China's Mars rover Zhurong has accomplished its exploration and detection tasks as planned, according to the China National Space Administration (CNSA) on Tuesday.
As of Aug. 15, 2021, Zhurong had worked on the surface of Mars for 90 Martian days, or about 92 days on Earth, with all scientific payloads having started to work on detection tasks, said the administration.
The rover has traveled 889 meters as of Aug. 15, and its scientific payloads have collected about 10 Gb of raw data. Now the rover runs stably and operates in good condition with sufficient energy.
The CNSA added that the rover will continue to move to the boundary zone between the ancient sea and the ancient land in the southern part of Utopia Planitia and will carry out additional tasks.
According to the administration, Zhurong operated with a cycle of seven days during its exploration and detection. Its navigation terrain camera obtained topographic data along the way to support the rover's path planning and detection target selection.
Zhurong's subsurface detection radar acquired the data of the layered structure below the Martian surface, which analyzes the shallow surface structure and explores the possible underground water and ice.
The surface magnetic field detector obtained local magnetic field data and cooperated with the magnetometer in the orbiter to explore the evolution process of the Mars magnetic field.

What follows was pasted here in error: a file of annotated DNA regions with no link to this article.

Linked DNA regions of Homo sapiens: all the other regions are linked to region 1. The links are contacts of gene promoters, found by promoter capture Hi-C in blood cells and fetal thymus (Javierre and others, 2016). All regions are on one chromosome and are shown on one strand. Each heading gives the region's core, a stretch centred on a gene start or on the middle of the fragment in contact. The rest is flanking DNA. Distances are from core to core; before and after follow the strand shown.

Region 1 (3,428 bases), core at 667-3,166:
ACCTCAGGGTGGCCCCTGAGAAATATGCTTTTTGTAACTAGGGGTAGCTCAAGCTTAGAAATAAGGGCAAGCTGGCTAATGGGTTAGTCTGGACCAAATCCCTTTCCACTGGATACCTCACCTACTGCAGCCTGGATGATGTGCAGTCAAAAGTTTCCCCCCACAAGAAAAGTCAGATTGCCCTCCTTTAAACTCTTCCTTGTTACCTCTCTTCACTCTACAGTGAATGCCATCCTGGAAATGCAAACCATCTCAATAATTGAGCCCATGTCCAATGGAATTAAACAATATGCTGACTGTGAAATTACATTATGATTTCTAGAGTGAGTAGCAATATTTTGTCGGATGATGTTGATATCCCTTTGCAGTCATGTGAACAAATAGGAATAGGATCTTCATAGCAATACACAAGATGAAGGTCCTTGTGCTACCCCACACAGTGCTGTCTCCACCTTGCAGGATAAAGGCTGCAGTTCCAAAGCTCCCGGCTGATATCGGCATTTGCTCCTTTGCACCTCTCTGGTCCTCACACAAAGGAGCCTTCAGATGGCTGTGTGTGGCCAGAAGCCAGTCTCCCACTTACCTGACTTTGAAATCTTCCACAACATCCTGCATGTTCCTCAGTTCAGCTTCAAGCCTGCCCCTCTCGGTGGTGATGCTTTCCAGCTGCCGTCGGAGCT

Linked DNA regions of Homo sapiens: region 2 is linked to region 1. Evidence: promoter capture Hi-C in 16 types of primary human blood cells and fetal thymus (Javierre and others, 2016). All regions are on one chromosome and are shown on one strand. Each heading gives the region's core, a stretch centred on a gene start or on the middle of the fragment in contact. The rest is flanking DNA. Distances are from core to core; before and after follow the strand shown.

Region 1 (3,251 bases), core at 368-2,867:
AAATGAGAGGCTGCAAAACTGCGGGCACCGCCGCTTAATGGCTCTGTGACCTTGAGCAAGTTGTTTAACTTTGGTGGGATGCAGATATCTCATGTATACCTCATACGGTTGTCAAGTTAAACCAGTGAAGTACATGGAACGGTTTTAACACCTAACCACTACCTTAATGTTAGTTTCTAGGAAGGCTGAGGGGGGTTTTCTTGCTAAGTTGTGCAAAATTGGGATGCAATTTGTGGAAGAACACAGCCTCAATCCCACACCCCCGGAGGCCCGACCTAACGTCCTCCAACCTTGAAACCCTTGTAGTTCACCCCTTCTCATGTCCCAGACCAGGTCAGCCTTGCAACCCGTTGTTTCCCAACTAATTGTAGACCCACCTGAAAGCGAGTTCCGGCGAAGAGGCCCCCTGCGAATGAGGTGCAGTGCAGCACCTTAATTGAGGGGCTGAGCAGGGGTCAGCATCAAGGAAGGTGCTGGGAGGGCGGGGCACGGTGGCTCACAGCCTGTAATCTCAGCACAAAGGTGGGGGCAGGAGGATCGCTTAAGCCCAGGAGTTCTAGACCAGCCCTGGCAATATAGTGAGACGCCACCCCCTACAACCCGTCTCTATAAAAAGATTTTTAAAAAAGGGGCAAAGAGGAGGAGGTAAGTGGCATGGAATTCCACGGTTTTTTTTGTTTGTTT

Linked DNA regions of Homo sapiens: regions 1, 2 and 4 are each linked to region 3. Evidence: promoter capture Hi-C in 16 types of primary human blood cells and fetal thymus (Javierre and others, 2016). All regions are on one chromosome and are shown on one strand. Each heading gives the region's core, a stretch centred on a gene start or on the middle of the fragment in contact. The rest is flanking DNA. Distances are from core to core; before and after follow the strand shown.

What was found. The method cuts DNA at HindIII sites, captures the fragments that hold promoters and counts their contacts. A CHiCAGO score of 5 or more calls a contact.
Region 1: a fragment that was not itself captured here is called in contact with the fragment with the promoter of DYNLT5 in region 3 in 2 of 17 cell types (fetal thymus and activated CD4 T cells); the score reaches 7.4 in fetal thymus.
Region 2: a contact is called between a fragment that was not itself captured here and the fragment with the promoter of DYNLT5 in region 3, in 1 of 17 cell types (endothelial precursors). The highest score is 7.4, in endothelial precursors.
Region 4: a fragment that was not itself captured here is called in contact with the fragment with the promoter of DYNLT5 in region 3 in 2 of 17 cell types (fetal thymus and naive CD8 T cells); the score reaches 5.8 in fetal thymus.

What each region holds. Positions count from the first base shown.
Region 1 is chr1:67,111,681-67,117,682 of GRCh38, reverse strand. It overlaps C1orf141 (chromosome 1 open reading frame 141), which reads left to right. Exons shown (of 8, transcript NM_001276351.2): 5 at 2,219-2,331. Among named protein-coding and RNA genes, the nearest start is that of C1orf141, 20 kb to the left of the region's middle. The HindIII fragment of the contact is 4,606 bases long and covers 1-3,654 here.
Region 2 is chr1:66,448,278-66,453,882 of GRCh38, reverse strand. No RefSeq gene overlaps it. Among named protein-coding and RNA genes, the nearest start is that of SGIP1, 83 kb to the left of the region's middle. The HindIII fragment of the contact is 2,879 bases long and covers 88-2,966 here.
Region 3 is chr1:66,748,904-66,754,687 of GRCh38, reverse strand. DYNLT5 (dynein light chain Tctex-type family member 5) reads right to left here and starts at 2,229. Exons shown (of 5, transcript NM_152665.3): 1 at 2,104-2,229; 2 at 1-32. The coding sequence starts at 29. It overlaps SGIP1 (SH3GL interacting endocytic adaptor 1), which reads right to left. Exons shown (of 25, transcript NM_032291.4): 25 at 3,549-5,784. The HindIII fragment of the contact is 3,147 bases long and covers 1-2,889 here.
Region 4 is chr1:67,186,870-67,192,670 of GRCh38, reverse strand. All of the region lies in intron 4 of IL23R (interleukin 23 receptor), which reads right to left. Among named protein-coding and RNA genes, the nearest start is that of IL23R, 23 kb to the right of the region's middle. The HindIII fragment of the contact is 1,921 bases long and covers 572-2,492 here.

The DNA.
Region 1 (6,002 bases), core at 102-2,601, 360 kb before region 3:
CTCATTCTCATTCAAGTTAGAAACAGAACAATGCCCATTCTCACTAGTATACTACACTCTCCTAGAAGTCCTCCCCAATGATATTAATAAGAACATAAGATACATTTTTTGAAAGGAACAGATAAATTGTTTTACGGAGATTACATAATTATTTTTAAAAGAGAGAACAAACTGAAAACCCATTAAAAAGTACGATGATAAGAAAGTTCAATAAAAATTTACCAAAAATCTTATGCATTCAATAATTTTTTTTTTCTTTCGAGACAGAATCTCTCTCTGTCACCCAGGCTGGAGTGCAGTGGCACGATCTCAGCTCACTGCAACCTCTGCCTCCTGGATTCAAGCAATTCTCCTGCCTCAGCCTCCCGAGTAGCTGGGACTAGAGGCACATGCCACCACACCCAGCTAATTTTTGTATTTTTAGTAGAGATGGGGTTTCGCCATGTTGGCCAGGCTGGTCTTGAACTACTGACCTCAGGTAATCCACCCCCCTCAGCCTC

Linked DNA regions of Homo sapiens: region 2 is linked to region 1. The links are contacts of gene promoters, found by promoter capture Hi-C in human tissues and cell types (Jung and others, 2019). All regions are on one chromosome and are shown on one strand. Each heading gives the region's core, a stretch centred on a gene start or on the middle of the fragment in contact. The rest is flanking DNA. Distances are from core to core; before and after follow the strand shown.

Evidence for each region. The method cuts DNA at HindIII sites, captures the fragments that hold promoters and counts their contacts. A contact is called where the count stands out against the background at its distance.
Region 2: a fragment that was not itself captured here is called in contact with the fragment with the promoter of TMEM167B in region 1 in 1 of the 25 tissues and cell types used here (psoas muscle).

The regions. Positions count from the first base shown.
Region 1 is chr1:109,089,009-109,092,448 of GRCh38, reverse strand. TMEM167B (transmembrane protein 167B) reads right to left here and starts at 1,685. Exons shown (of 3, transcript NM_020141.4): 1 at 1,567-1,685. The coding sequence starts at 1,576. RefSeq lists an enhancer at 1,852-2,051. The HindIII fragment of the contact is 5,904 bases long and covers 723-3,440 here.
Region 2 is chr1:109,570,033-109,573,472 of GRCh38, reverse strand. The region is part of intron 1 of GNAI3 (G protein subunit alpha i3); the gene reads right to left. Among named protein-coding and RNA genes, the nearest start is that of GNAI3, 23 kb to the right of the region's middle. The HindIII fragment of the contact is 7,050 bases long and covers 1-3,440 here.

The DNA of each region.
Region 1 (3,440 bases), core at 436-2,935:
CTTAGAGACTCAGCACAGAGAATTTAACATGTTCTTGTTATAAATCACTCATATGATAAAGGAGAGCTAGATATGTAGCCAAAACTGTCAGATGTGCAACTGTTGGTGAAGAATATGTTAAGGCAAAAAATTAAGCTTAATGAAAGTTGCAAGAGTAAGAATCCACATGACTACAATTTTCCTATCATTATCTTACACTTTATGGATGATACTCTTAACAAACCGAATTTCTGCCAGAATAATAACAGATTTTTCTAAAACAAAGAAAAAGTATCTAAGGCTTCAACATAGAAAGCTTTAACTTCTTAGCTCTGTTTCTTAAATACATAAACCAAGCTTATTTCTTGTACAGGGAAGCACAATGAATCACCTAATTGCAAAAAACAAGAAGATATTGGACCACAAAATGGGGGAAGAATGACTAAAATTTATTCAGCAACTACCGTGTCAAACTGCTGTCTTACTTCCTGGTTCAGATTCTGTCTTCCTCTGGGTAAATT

The CNSA said the data collected by seven scientific payloads aboard the rover have been processed and verified. Chinese research teams can apply to China's Lunar and Deep Space Exploration, an organization operated by CNSA's Lunar Exploration and Space Program Center.
The data will be released monthly, the CNSA added.
China's Tianwen-1 mission, consisting of an orbiter, a lander, and a rover, was launched on July 23, 2020.
The lander, carrying the rover with an expected lifespan of at least 90 Martian days or about three months on Earth, touched down in the southern part of Utopia Planitia, a vast plain in the northern hemisphere of Mars, on May 15.
Zhurong drove down from its landing platform to the Martian surface on May 22, starting its exploration of the red planet.